The Rev. Jeremiah Wright is not likely to fade into the woodwork anytime soon, but while we’re in the midst of l’affaire Wright and its toll on Barack Obama, it is worth considering another unsettling lesson in all of this: That for all the talk of closing the “God gap,” episodes like this one–and battles over a Catholic’s worthiness to receive communion or whether a Mormon should be elected president–show that no candidate in his or her right mind would want to close the “religion gap.”
By “religion gap” I mean the (politically) safe distance between a candidate and a religious tradition–a body of believers, a community of truth that can call you on your mistakes, or perceived mistakes. Throughout American history presidents have benefited most when they have maintained the greatest distance from a specific religious tradition. (Steve Waldman can elaborate or dispute this point more authoritatively.) Think of the Deists among the Founding Fathers, or Abraham Lincoln, who is both a god of sorts in the pantheon of our civil religion yet a hero to many atheists. Who recalls any president’s religious affiliation? It was usually a generic, non-threatening mainline Protestantism, but even the one Quaker president (Nixon) isn’t remembered as such.
Of course everyone knows that JFK was Catholic, and that he, like every Catholic candidate since, has had to contend with that. Same with Mitt Romney, who faced absurd and often scurrilous criticism because of his religion (though he did not respond as thoughtfully or courageously as JFK or Obama). George W. Bush learned the value of being “spiritual but not religious,” and could sidle up to the Methodists when it suited him–such as when he wanted his library and think tank built at SMU. But the uproar against Bush’s library (including calls to consider excommunicating him–how Catholic!) reinforced the wisdom of branding himself as a non-denominational “follower of Christ,” as one biographer says is the president’s preferred label. He is embraced by evangelicals as a born again Christian, but he has no congregation, no church, and no denomination. He is certainly more devout than Ronald Reagan–a spiritual master of appearing religious without being so–but not much more of a churchgoer, preferring prayer time and bible studies with friends at Camp David.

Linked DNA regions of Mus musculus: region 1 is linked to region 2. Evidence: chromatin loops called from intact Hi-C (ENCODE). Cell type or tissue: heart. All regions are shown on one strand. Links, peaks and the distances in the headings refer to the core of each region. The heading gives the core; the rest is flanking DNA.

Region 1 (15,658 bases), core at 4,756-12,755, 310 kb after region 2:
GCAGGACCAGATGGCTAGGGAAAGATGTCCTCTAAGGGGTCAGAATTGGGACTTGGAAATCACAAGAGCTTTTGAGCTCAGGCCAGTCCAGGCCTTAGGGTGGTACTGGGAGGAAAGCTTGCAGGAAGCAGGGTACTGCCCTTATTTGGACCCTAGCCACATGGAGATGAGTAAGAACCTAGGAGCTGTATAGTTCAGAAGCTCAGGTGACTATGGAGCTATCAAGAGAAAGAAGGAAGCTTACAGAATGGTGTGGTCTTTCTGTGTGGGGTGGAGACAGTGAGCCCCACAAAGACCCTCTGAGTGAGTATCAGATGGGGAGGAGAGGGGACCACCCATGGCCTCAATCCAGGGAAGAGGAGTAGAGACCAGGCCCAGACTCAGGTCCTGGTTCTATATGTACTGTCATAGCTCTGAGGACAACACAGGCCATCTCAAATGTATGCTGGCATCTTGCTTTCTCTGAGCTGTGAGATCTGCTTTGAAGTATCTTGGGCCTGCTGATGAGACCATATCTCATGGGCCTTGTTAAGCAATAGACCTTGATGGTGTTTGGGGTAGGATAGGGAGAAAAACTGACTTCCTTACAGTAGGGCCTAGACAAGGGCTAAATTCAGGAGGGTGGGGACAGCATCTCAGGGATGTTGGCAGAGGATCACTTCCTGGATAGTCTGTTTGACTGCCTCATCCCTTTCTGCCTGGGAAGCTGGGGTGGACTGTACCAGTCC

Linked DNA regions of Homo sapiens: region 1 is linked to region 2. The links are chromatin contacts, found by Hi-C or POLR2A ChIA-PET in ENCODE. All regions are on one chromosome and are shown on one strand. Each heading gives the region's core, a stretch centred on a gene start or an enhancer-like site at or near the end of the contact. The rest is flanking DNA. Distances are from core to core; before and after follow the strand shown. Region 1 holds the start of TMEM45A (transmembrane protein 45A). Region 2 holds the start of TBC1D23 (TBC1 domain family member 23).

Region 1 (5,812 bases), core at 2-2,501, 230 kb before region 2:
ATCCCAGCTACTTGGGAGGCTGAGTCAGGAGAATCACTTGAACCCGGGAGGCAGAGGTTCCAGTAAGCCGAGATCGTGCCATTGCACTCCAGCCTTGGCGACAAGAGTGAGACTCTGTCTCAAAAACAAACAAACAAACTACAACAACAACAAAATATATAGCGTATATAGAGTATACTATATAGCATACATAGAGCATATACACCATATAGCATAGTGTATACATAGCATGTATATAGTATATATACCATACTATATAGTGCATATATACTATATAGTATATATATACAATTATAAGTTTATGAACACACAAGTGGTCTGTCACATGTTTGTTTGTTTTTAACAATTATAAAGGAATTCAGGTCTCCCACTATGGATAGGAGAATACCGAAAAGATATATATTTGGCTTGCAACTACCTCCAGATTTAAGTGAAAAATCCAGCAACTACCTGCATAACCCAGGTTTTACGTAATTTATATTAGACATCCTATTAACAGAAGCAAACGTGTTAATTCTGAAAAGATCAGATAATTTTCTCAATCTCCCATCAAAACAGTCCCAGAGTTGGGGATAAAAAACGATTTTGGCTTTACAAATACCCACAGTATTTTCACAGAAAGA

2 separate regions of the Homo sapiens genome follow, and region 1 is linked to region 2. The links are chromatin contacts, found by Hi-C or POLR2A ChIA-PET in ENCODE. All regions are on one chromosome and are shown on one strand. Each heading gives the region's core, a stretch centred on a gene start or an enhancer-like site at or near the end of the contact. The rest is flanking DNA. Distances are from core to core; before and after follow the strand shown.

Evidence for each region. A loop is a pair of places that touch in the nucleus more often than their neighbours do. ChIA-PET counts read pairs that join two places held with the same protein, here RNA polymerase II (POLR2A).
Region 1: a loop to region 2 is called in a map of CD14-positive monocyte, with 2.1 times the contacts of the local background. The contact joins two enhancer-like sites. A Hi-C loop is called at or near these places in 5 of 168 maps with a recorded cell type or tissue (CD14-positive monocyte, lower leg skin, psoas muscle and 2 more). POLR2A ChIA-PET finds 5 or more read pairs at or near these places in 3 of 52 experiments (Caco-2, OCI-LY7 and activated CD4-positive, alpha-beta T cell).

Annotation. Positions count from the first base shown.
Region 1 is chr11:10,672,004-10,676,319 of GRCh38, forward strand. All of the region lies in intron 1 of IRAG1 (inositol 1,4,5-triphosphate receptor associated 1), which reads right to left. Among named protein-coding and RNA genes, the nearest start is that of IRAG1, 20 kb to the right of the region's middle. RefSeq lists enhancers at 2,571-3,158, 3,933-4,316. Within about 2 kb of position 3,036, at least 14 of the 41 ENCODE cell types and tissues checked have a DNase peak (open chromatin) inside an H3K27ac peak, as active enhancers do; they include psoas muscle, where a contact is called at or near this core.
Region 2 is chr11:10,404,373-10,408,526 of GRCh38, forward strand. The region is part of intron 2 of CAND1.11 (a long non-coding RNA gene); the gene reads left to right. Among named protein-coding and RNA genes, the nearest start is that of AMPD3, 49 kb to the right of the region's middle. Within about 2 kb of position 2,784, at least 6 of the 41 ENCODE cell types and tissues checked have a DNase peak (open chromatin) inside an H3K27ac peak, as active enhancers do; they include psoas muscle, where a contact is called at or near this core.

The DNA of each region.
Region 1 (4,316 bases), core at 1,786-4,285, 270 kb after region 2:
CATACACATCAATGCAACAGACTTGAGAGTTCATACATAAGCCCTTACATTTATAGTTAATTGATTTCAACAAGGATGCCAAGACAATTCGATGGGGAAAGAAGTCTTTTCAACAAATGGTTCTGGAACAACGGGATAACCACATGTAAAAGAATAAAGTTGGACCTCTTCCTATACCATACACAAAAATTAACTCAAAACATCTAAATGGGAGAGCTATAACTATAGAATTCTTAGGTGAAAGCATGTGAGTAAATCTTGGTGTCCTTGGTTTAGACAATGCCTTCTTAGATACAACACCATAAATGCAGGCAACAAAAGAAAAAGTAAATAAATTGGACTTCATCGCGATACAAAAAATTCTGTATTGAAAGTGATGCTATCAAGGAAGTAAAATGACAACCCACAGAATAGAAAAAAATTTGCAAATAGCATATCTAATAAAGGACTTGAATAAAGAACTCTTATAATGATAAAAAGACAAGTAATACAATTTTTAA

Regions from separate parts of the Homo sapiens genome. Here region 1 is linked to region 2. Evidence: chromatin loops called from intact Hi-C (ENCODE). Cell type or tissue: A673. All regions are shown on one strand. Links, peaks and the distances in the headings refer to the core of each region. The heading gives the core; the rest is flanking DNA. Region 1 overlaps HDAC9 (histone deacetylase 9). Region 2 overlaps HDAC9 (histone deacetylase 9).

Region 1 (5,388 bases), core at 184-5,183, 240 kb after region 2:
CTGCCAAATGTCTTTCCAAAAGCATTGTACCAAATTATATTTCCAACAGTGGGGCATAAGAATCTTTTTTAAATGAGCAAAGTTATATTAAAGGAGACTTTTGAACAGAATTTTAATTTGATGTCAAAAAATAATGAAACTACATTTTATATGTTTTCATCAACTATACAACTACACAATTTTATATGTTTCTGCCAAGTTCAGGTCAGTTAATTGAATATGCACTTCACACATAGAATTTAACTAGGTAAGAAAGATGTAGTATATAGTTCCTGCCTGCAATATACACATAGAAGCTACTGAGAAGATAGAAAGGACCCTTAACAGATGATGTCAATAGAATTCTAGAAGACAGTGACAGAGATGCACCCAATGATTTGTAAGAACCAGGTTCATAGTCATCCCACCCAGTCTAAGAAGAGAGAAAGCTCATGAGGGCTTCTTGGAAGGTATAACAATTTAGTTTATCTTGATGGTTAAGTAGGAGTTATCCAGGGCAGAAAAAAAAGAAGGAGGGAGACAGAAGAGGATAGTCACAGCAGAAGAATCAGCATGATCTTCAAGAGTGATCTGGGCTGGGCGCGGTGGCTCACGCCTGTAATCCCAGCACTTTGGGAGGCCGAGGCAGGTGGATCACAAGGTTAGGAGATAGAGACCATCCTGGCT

Hillary Clinton is a quick study as well. Raised in the United Methodist Church, when she came to Washington in 1992 Clinton began hanging out with a rather odd group of largely conservative evangelicals known as The Family (not The Family of cult infamy) which is also known by the Grisham-esque name of The Fellowship. It certainly has its own baggage, though no one would never speak about it publicly as The Fellowship is a very secretive group. The first good exploration of this group was in Mother Jones last September, though there have been some follow-ups. The beauty of The Fellowship is that it doesn’t impose any difficult or embarassing burdens of history or tradition or leadership on Clinton, as does, say, Catholicism, Mormonism, or even the UCC congregationalism of Barack Obama (and Jeremiah Wright, the denomination’s unelected pontiff).